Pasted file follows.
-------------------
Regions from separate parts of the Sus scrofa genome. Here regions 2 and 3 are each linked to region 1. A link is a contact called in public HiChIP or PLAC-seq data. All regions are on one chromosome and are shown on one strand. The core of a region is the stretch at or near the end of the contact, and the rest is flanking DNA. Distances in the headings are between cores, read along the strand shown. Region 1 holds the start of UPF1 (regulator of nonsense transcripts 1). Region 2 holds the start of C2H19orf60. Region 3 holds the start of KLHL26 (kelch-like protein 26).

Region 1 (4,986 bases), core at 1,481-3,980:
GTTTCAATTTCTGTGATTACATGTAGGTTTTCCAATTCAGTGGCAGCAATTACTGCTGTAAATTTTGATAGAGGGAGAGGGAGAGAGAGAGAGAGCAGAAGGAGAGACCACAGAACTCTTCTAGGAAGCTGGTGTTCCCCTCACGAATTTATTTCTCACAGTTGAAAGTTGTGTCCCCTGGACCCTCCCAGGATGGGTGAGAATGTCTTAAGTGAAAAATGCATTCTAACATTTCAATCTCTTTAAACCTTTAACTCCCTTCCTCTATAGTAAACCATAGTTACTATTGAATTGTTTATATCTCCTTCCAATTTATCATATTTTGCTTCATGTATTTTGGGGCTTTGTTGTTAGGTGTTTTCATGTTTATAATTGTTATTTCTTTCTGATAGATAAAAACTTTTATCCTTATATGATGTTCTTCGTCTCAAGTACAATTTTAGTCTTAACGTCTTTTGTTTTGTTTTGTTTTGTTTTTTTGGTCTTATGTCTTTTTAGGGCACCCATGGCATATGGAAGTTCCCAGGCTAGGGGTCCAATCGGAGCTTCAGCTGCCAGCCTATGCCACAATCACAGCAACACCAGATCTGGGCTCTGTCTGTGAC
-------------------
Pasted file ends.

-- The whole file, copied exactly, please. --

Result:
Regions from separate parts of the Sus scrofa genome. Here regions 2 and 3 are each linked to region 1. A link is a contact called in public HiChIP or PLAC-seq data. All regions are on one chromosome and are shown on one strand. The core of a region is the stretch at or near the end of the contact, and the rest is flanking DNA. Distances in the headings are between cores, read along the strand shown. Region 1 holds the start of UPF1 (regulator of nonsense transcripts 1). Region 2 holds the start of C2H19orf60. Region 3 holds the start of KLHL26 (kelch-like protein 26).

Region 1 (4,986 bases), core at 1,481-3,980:
GTTTCAATTTCTGTGATTACATGTAGGTTTTCCAATTCAGTGGCAGCAATTACTGCTGTAAATTTTGATAGAGGGAGAGGGAGAGAGAGAGAGAGCAGAAGGAGAGACCACAGAACTCTTCTAGGAAGCTGGTGTTCCCCTCACGAATTTATTTCTCACAGTTGAAAGTTGTGTCCCCTGGACCCTCCCAGGATGGGTGAGAATGTCTTAAGTGAAAAATGCATTCTAACATTTCAATCTCTTTAAACCTTTAACTCCCTTCCTCTATAGTAAACCATAGTTACTATTGAATTGTTTATATCTCCTTCCAATTTATCATATTTTGCTTCATGTATTTTGGGGCTTTGTTGTTAGGTGTTTTCATGTTTATAATTGTTATTTCTTTCTGATAGATAAAAACTTTTATCCTTATATGATGTTCTTCGTCTCAAGTACAATTTTAGTCTTAACGTCTTTTGTTTTGTTTTGTTTTGTTTTTTTGGTCTTATGTCTTTTTAGGGCACCCATGGCATATGGAAGTTCCCAGGCTAGGGGTCCAATCGGAGCTTCAGCTGCCAGCCTATGCCACAATCACAGCAACACCAGATCTGGGCTCTGTCTGTGAC